After my talk at FLOPS 2008, Chung-chieh Shan 單中杰 pointed out that — because test-case generation is a search problem — heuristic search techniques from AI could be applied to improve the usual-case performance of test-case generation. Specifically, he pointed me at Adaptive Tree Search (ATS) which aims at finding good leaves in a search tree early by guiding the search based on the quality of leaves found earlier.

Although the techniques that are used in [ATS] are not directly applicable to test-case generation, understanding them, lead me to new ideas for guiding search. The described method is targeted at search trees that correspond to combinatorial problems, i.e., the trees are of limited depth and each choice on the same level of the tree corresponds to the same choice in the original problem. When generating test cases, search trees are usually infinite and different choices are independent even on the same level of the tree. Nevertheless, adaptive search can be applied to this more general class of search trees. Only, the technique of estimating the quality of expected new leaves needs to be different.

How can we measure the quality of test cases? The test-case generator presented in my PPDP’07 and ICFP’08 papers, uses *code coverage* information in order to eliminate redundant test cases. Code coverage allows to compare different test cases w.r.t. execution details and we can employ it to evaluate generated tests. The idea is simple: test cases that cause new code coverage are good.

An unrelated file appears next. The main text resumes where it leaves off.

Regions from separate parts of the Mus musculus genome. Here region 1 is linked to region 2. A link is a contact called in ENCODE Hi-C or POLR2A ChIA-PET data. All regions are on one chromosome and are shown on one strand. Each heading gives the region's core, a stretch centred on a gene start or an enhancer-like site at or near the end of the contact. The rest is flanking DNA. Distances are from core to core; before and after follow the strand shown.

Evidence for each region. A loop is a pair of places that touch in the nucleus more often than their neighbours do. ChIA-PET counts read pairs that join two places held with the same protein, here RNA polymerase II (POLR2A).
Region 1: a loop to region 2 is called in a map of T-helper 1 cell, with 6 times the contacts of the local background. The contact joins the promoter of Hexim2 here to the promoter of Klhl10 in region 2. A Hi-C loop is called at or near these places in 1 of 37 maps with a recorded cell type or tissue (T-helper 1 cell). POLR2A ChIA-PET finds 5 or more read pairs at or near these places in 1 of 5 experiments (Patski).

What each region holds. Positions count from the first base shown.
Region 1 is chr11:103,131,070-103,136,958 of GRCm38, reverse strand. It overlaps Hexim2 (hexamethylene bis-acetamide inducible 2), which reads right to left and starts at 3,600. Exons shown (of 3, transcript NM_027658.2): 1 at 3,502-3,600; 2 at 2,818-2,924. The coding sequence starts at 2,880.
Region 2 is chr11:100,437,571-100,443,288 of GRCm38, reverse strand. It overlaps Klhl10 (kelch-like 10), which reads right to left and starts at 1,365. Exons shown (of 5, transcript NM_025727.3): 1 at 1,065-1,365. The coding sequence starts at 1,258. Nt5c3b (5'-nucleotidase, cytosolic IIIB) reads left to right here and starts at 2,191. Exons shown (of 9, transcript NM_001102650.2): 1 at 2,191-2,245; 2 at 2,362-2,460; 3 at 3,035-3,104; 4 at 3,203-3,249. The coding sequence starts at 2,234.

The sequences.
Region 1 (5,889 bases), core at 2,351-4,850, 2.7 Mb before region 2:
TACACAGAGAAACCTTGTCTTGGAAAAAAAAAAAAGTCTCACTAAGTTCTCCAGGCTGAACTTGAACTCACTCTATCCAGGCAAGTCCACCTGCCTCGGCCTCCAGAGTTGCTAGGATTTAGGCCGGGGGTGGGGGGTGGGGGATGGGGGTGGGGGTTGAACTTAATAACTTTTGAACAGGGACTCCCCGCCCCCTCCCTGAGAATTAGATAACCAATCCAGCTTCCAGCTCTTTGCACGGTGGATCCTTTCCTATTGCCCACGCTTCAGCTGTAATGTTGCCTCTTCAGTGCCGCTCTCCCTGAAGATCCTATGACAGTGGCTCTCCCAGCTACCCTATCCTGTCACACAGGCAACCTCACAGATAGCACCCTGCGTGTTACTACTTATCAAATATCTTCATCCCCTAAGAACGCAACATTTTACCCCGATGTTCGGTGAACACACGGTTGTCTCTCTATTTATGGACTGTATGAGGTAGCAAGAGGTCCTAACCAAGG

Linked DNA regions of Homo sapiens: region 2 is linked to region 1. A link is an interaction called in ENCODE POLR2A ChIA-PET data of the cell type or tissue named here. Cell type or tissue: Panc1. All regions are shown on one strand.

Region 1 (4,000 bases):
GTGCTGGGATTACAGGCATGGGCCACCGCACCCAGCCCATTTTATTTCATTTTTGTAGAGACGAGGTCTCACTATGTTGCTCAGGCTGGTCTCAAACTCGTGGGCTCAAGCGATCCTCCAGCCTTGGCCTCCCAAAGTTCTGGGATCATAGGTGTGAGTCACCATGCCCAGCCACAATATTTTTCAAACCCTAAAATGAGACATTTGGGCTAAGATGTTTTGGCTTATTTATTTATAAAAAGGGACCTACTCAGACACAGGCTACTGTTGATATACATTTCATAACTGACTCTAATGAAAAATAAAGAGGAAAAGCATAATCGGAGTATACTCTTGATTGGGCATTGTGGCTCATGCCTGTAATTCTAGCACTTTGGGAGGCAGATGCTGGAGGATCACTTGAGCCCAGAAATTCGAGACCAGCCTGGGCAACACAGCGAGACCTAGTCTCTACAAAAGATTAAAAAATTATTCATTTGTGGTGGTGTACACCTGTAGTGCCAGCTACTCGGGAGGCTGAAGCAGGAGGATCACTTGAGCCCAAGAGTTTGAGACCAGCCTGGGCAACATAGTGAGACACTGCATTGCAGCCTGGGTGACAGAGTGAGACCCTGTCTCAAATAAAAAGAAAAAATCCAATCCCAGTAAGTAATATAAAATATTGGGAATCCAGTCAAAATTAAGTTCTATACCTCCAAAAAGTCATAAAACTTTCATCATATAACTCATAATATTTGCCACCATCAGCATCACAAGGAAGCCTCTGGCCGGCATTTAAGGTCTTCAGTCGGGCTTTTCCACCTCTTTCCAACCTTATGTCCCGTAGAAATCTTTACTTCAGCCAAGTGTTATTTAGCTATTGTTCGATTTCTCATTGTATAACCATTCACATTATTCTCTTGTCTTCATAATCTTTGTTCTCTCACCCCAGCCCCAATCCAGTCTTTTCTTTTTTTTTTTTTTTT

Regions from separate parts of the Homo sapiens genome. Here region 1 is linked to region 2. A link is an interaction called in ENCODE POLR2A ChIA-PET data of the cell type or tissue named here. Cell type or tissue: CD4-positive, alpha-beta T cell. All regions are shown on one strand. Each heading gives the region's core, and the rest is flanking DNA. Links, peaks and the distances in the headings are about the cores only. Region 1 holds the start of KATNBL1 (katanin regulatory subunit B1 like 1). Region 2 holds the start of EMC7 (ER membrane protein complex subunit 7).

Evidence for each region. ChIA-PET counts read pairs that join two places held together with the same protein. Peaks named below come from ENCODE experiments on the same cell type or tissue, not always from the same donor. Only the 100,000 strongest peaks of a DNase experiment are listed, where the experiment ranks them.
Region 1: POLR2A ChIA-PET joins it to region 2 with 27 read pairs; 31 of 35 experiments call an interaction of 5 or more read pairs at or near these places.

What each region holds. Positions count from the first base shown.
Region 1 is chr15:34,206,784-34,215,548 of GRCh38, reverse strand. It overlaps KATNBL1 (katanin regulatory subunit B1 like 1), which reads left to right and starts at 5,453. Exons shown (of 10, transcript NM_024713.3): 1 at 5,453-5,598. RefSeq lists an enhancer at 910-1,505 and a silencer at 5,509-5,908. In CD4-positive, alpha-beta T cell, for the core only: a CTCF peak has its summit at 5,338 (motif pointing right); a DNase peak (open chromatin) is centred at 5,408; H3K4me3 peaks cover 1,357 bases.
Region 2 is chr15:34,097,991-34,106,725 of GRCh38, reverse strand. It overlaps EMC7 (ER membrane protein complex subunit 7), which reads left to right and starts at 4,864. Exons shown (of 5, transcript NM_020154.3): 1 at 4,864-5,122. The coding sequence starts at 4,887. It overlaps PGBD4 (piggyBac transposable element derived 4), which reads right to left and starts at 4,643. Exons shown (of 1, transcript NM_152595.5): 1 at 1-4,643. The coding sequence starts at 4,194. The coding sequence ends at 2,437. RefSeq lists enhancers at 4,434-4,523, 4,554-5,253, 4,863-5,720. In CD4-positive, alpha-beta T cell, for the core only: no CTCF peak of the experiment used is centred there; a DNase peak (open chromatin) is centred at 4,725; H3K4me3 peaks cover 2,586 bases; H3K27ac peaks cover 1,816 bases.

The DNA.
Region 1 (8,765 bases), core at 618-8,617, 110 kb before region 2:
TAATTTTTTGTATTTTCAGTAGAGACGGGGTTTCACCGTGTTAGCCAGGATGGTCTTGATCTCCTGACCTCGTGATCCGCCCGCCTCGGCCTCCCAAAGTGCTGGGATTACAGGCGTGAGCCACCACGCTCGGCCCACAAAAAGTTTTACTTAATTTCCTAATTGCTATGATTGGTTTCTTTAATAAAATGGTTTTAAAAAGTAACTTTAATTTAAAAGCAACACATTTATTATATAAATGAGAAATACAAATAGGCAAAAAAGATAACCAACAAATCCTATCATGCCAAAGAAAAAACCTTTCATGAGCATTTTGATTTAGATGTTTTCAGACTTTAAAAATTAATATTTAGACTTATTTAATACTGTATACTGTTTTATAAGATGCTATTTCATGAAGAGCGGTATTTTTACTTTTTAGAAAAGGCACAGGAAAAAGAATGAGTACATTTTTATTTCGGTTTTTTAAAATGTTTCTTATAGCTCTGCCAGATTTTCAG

Initially, coverage information is only attached to test cases and they are stored in the leaves of a search tree. In order to estimate the quality of test cases in a (sub) tree, we need to associate coverage information also to inner nodes. If we associate to each inner node the coverage of all test cases in the corresponding sub tree found so far, the coverage information associated to the inner nodes of the tree will constantly adapt to the newly found test cases. The search algorithm can decide which subtrees to prefer based on the coverage information that is stored with each inner node.

Instead of simply monitoring the coverage of test cases for each sub tree, we can additionally attach more sophisticated information to outgoing edges of inner nodes. For example, a *progress list* could indicate how much new coverage has been achieved with each new test case found in the corresponding sub tree. Or the ratio of new and redundant coverage information would denote the *degree of novelty* of previously found test cases in a sub tree.

In order to implement adaptive search on a tree where edges are labeled with the ratio of new and redundant coverage information found in the corresponding sub tree, we can use the following datatype for trees:

type Coverage = [Int] type Ratio = (Int,Int) data CoverTree a = Leaf (a,Coverage) | Branch Coverage [(Ratio,CoverTree a)]

For ease of presentation, we assume that coverage information is represented as list of numbers. Curry’s search trees can be transformed into `CoverTree`